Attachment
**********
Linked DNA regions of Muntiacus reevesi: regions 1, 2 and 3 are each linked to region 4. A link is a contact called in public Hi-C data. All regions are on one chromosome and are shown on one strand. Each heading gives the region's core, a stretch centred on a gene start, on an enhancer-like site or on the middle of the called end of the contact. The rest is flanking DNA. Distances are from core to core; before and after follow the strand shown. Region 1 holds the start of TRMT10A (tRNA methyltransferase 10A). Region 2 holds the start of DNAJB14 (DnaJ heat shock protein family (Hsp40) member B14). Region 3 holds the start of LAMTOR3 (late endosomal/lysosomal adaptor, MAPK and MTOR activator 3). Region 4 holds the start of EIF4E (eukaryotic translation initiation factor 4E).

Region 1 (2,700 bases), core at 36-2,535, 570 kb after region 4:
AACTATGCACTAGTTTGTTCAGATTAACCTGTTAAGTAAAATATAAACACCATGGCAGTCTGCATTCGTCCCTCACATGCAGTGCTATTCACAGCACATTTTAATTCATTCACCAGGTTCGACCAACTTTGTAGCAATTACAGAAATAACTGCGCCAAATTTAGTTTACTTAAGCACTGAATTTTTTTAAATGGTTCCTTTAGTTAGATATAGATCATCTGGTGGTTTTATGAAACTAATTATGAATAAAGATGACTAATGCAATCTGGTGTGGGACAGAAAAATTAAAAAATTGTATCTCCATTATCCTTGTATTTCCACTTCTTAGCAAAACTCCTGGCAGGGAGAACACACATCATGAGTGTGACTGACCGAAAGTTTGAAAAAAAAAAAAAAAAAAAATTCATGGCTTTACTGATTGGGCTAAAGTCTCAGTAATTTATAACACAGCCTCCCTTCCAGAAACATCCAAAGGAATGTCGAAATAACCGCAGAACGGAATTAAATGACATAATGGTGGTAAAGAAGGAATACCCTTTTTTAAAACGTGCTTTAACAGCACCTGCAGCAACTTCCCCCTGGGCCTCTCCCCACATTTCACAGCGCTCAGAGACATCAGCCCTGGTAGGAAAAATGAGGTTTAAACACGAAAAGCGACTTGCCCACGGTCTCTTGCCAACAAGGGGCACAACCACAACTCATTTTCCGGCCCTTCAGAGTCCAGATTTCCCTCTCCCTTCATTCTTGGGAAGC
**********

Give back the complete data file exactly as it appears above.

Linked DNA regions of Muntiacus reevesi: regions 1, 2 and 3 are each linked to region 4. A link is a contact called in public Hi-C data. All regions are on one chromosome and are shown on one strand. Each heading gives the region's core, a stretch centred on a gene start, on an enhancer-like site or on the middle of the called end of the contact. The rest is flanking DNA. Distances are from core to core; before and after follow the strand shown. Region 1 holds the start of TRMT10A (tRNA methyltransferase 10A). Region 2 holds the start of DNAJB14 (DnaJ heat shock protein family (Hsp40) member B14). Region 3 holds the start of LAMTOR3 (late endosomal/lysosomal adaptor, MAPK and MTOR activator 3). Region 4 holds the start of EIF4E (eukaryotic translation initiation factor 4E).

Region 1 (2,700 bases), core at 36-2,535, 570 kb after region 4:
AACTATGCACTAGTTTGTTCAGATTAACCTGTTAAGTAAAATATAAACACCATGGCAGTCTGCATTCGTCCCTCACATGCAGTGCTATTCACAGCACATTTTAATTCATTCACCAGGTTCGACCAACTTTGTAGCAATTACAGAAATAACTGCGCCAAATTTAGTTTACTTAAGCACTGAATTTTTTTAAATGGTTCCTTTAGTTAGATATAGATCATCTGGTGGTTTTATGAAACTAATTATGAATAAAGATGACTAATGCAATCTGGTGTGGGACAGAAAAATTAAAAAATTGTATCTCCATTATCCTTGTATTTCCACTTCTTAGCAAAACTCCTGGCAGGGAGAACACACATCATGAGTGTGACTGACCGAAAGTTTGAAAAAAAAAAAAAAAAAAAATTCATGGCTTTACTGATTGGGCTAAAGTCTCAGTAATTTATAACACAGCCTCCCTTCCAGAAACATCCAAAGGAATGTCGAAATAACCGCAGAACGGAATTAAATGACATAATGGTGGTAAAGAAGGAATACCCTTTTTTAAAACGTGCTTTAACAGCACCTGCAGCAACTTCCCCCTGGGCCTCTCCCCACATTTCACAGCGCTCAGAGACATCAGCCCTGGTAGGAAAAATGAGGTTTAAACACGAAAAGCGACTTGCCCACGGTCTCTTGCCAACAAGGGGCACAACCACAACTCATTTTCCGGCCCTTCAGAGTCCAGATTTCCCTCTCCCTTCATTCTTGGGAAGC